Course Texts

(Please purchase the texts specified below, which are for sale online and at the Bookstore)

Shakespeare, William. The Tempest. Norton Critical Edition. Ed. Peter Hulme and William H. Sherman. New York: WW Norton & Co., 2003.

—–The Taming of the Shrew. Arden Shakespeare. 3rd ed. Ed. Barbara Hodgdon. London: Methuen Drama, 2010.

—–. The History of King Lear. The Oxford Shakespeare. Ed. Stanley Wells. Oxford: Oxford University Press, 2008.

—–. Richard II. The Oxford Shakespeare. Ed. Anthony B. Dawson and Paul Yachin. Oxford: Oxford University Press, 2011.

—–. Titus Andronicus. Arden Shakespeare. 3rd Series. Ed. Jonathan Bate. New York: Routledge, 1995.

Late or Missing Assignments

All work is due on the date and at the time specified on the calendar. Late work may not be accepted. If you know you will be absent the day an assignment is due, please let me know in advance. Whether the absence is planned or unplanned, you will be responsible for getting the paper to me on time, and we will need to make the appropriate arrangements, including your provision of a documented excuse.


0-2 missed day(s)=100, 3 missed =50, 4 missed =0, 5 or more=fail course. Please keep track of your own absences. It is your responsibility to find out what you missed for a class. You are marked late if you arrive past 1:15. If you sleep through five or more minutes of class you will receive an unexcused absence for that class period—no exceptions. Attendance policy is non-negotiable.


Cheating and plagiarism are serious violations of the Student Academic Honesty Code. Plagiarism is briefly defined as intentionally passing off sentences, paragraphs, or entire papers written by someone else as your own original work. Submitting papers already written and submitted in other courses also constitutes academic dishonesty. We will discuss how to adequately document sources early in the semester.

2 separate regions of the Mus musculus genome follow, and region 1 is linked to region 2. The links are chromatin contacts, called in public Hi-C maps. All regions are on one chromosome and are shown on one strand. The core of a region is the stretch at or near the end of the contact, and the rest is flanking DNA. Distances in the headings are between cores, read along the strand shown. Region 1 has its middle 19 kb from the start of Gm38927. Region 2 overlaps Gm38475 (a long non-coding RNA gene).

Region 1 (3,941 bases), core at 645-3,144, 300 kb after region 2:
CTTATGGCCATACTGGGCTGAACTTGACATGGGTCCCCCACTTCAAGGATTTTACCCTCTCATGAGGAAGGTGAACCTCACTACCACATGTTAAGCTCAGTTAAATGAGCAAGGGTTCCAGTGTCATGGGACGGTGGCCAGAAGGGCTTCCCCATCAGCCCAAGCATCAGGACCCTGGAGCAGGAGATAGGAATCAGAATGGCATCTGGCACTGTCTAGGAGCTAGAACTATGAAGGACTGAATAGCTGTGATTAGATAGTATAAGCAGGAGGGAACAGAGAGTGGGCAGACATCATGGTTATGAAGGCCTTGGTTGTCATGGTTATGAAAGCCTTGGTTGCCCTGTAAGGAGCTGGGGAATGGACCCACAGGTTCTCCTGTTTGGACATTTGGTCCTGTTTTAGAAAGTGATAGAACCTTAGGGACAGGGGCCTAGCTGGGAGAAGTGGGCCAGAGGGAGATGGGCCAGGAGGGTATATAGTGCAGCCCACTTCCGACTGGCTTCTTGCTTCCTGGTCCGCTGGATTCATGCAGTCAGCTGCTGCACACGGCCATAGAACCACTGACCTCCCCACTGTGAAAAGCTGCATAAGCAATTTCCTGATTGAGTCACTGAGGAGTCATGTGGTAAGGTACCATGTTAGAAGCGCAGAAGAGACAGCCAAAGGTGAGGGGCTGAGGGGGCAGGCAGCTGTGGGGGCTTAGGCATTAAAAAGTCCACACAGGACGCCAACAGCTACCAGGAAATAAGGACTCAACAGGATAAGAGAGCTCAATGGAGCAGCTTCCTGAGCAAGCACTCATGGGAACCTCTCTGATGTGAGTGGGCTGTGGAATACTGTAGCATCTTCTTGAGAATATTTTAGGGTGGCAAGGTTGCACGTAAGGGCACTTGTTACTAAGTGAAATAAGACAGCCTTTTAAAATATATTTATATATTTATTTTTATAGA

Universal Design and Accessibility

This course emphasizes user-centered design and the value of connectivity over static standards to facilitate “universal instructional design.” Issues of accessibility are an integral component of instruction for all students. While students should disclose non-standard needs in keeping with guidelines provided by the Office of Disability Services in order to have those needs augmented by digital tools such as voice to text software or close captioning, the course recognizes the extent to which all students are “multiply situated learners” (Price 88). As such, the course emphasizes shared strengths over remediation.


Since we are composing multimodal throughout the course, I encourage you to bring a laptop to every class. Please note that laptops are required on Digital Writing Workshop days, as well as on days Blog Posts are due. Please note: that students may check out the Computing Center at Cox Hall and the Music & Media Library at Woodruff Library. The MediaLab on the 4th Floor of Woodruff supports design and video production.

ENG 210W: Major Author’s: Shakespeare’s Globe Syllabus

Below you will find a .pdf of the course syllabus, which contains the course description, outcomes, required texts, polices, and the calendar. Please note that the course calendar, assignments, and texts are subject to change over the duration of the semester, and while the course site will be updated to reflect changes, the .pdf syllabus will not.

Download the PDF file .